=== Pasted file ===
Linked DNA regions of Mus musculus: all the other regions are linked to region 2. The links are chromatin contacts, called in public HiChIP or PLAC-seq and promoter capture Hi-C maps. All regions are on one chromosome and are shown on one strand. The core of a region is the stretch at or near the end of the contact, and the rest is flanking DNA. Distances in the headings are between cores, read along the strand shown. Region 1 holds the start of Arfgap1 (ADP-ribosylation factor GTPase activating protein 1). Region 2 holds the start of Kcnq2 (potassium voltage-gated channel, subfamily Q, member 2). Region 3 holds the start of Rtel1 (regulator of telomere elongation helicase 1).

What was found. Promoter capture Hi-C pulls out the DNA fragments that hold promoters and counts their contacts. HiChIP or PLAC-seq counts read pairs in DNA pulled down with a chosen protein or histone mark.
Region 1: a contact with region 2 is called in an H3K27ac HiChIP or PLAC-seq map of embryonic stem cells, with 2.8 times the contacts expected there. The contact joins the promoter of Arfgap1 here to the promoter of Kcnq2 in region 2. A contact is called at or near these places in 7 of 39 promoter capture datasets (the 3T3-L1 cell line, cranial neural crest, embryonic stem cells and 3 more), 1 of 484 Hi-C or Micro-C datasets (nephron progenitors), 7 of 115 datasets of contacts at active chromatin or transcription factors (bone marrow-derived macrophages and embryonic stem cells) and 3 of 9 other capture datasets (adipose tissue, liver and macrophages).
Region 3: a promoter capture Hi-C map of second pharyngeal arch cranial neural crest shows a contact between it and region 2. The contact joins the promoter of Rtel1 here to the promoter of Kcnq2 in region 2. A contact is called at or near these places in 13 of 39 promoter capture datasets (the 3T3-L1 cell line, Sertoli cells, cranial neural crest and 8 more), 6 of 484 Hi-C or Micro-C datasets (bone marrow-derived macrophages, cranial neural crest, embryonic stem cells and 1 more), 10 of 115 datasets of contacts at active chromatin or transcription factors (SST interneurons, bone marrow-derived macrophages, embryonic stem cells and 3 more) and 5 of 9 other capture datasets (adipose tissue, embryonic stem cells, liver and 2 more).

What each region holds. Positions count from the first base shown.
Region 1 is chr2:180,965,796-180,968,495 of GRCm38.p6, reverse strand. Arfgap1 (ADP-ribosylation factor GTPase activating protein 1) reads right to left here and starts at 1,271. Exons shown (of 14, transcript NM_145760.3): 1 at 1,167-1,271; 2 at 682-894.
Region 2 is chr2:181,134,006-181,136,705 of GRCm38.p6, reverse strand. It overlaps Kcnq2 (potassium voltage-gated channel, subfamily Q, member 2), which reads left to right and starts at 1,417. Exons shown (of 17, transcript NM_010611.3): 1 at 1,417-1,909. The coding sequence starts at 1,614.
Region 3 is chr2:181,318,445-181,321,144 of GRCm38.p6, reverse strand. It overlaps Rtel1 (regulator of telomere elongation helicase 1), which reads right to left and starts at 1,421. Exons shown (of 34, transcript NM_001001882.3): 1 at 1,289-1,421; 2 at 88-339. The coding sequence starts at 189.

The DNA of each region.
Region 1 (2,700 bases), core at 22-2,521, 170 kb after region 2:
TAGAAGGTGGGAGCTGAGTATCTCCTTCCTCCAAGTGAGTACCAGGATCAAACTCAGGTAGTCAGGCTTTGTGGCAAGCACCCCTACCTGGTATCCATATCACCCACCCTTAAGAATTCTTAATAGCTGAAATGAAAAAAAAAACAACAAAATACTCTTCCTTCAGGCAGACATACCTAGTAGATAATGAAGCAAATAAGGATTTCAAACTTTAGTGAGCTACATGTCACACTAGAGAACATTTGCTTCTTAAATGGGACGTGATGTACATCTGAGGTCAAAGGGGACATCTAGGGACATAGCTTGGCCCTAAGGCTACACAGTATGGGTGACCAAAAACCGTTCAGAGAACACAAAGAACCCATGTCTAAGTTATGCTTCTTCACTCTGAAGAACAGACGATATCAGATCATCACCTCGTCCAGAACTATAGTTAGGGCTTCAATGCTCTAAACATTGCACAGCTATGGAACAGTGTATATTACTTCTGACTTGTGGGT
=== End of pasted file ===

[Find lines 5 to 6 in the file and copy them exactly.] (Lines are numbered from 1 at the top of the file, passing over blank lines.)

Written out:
What each region holds. Positions count from the first base shown.
Region 1 is chr2:180,965,796-180,968,495 of GRCm38.p6, reverse strand. Arfgap1 (ADP-ribosylation factor GTPase activating protein 1) reads right to left here and starts at 1,271. Exons shown (of 14, transcript NM_145760.3): 1 at 1,167-1,271; 2 at 682-894.